Trump faces backlash for cutting WHO funding amid pandemic
EU foreign policy chief Josep Borrell said the bloc 'deeply' regrets the suspension of funds and added that the WHO is now "needed more than ever" to combat the pandemic
Nations around the world reacted with alarm Wednesday after President Donald Trump announced a halt to the sizable funding the US sends to the World Health Organisation. Health experts warned the move could jeopardize global efforts to stop the Coronavirus pandemic.
Trump said he was instructing his administration to halt funding for WHO pending a review of its role "in severely mismanaging and covering up the spread of the coronavirus." The United States is WHO's largest single donor, contributing between $400 million and $500 million annually to the Geneva-based agency in recent years. He has repeatedly labelled COVID-19 the "Chinese virus" and criticised the UN health agency for being too lenient on China, where the novel virus first emerged late last year.
EU 'deeply regrets' move
An investigation by The Associated Press has found that s ix days of delays between when Chinese officials k new about the virus and when they warned the public allowed the pandemic to bloom into an enormous public health disaster. The European Union said Trump has "no reason" to freeze WHO funding at this critical stage and called for measures to promote unity instead of division. EU foreign policy chief Josep Borrell said the bloc "deeply" regrets the suspension of funds and added that the WHO is now "needed more than ever" to combat the pandemic.
Stand with WHO: Oz
Australian Prime Minister Scott Morrison said he sympathised with some of Trump's criticisms of WHO and China but that Australia would continue to fund the UN health agency. Germany's foreign minister, Heiko Maas, pushed back at Trump's announcement. Devi Sridhar, chair of global public health at the University of Edinburgh, called said. "This is the agency that's looking out for other countries and leading efforts to stop the pandemic. This is exactly the time when they need more funding, not less. Trump is angry, but his anger is being directed in a way that is going to ultimately hurt US interests."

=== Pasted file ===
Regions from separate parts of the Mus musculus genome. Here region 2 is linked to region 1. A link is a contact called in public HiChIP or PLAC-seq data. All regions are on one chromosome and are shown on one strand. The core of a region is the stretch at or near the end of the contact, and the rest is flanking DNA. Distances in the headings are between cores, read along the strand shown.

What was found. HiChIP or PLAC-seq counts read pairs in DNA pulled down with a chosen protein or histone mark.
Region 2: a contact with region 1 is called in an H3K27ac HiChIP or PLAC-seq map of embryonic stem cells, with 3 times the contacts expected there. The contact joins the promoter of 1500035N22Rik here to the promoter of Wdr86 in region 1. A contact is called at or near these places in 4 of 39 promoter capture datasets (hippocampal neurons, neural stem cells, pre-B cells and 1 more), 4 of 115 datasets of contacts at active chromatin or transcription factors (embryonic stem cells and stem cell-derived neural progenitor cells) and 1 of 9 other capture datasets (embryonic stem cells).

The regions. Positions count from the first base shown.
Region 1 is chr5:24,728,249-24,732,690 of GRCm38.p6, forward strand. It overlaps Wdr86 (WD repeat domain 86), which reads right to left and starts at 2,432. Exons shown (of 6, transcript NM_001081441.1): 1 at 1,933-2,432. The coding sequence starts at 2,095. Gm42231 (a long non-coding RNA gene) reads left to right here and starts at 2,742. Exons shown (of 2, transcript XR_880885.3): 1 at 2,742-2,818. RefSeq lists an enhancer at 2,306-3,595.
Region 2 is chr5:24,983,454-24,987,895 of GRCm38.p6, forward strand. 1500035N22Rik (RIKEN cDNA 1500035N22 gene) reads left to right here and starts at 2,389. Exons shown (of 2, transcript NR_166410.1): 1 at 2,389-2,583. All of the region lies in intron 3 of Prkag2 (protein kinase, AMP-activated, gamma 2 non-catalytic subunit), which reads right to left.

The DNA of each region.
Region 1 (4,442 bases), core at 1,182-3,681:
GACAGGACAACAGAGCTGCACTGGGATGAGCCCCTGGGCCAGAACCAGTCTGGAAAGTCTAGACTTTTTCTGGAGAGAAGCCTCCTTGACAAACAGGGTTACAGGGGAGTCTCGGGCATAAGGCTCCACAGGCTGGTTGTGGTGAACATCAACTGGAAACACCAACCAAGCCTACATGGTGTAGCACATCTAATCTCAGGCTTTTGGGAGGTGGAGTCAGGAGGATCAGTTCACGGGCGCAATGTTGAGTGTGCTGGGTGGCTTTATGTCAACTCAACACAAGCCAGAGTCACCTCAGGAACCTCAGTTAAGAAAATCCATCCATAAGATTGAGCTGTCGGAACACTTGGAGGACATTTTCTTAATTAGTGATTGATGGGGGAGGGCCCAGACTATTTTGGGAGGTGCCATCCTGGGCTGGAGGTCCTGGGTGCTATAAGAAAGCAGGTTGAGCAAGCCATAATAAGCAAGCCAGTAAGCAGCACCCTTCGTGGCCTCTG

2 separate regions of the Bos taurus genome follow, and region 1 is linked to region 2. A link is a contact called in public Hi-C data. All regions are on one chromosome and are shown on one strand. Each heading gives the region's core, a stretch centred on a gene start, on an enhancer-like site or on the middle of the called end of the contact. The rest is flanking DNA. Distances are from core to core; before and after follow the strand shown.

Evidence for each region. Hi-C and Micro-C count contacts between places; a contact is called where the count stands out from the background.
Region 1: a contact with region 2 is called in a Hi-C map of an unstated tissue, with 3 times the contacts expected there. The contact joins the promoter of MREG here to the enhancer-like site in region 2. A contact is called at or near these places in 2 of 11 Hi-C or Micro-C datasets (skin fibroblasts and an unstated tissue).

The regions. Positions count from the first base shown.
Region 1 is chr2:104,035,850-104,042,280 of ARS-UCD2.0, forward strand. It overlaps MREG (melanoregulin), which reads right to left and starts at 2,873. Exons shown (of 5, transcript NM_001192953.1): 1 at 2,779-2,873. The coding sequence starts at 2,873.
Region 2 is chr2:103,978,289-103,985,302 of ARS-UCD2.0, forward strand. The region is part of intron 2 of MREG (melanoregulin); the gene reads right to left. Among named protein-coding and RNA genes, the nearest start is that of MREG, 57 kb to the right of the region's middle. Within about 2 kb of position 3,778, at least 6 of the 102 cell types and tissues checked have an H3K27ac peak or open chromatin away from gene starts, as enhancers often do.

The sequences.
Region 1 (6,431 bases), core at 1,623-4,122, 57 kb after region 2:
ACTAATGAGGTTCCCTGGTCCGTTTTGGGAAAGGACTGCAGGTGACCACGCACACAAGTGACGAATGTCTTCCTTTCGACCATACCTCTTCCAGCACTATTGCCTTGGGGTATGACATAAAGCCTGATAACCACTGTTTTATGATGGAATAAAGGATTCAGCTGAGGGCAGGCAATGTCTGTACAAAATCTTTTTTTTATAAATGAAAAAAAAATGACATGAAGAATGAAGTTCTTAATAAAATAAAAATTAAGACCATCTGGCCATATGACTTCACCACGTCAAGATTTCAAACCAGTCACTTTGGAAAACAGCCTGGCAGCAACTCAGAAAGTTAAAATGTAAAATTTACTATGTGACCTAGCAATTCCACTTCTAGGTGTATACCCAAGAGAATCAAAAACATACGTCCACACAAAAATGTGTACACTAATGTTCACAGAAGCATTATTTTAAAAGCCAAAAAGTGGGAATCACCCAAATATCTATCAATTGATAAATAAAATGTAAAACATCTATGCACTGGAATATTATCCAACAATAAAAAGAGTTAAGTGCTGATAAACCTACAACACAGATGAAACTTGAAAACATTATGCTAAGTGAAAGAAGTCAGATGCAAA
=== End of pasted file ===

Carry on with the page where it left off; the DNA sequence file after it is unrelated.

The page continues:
A selfish decision: Russia
Russia's Deputy Foreign Minister Sergei Ryabkov told state news agency TASS, "I's a sign of the very selfish approach of the US authorities to what is happening in the world." Chinese foreign ministry spokesman Zhao Lijian said the country is "seriously concerned" about the US government's decision to suspend funding and hinted at stepping up its monetary contribution to WHO. The WHO did not respond to repeated requests from The Associated Press for comment, but its but Director-General Tedros Adhanom Ghebreyesus tweeted, "There is no time to waste".
Now, Trump says states to decide on reopening economy
A day after claiming "total authority" in decision-making, Donald Trump on Tuesday said he would leave it to individual governors to decide on the reopening of the economy in their respective states, which in some cases could be even before May 1. COVID-19 has so far infected over two million people worldwide. In the US, over 25,000 have lost their lives and more than 6 lakhs have tested positive. Over 95 per cent of the 330 million population in the US are under stay-at-home order.
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